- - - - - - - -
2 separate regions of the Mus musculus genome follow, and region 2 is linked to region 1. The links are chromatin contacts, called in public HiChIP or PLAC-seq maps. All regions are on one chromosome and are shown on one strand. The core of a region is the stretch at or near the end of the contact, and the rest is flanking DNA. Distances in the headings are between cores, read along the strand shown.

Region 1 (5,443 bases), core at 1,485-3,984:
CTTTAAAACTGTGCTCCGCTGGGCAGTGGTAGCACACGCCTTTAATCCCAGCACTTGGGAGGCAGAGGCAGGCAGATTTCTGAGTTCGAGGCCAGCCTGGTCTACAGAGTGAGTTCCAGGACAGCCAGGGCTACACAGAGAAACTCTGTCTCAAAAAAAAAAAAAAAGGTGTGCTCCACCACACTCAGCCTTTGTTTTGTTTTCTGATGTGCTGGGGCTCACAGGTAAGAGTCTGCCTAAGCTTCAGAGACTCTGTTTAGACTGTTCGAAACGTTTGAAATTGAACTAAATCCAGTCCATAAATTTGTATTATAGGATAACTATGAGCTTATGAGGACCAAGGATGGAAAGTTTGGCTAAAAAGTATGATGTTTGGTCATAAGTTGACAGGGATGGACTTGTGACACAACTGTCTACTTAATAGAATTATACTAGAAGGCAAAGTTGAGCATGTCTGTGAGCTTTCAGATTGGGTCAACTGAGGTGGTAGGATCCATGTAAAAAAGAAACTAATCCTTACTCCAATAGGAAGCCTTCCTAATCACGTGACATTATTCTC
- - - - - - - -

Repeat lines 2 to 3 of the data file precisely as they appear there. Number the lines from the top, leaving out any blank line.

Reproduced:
Region 1 (5,443 bases), core at 1,485-3,984:
CTTTAAAACTGTGCTCCGCTGGGCAGTGGTAGCACACGCCTTTAATCCCAGCACTTGGGAGGCAGAGGCAGGCAGATTTCTGAGTTCGAGGCCAGCCTGGTCTACAGAGTGAGTTCCAGGACAGCCAGGGCTACACAGAGAAACTCTGTCTCAAAAAAAAAAAAAAAGGTGTGCTCCACCACACTCAGCCTTTGTTTTGTTTTCTGATGTGCTGGGGCTCACAGGTAAGAGTCTGCCTAAGCTTCAGAGACTCTGTTTAGACTGTTCGAAACGTTTGAAATTGAACTAAATCCAGTCCATAAATTTGTATTATAGGATAACTATGAGCTTATGAGGACCAAGGATGGAAAGTTTGGCTAAAAAGTATGATGTTTGGTCATAAGTTGACAGGGATGGACTTGTGACACAACTGTCTACTTAATAGAATTATACTAGAAGGCAAAGTTGAGCATGTCTGTGAGCTTTCAGATTGGGTCAACTGAGGTGGTAGGATCCATGTAAAAAAGAAACTAATCCTTACTCCAATAGGAAGCCTTCCTAATCACGTGACATTATTCTC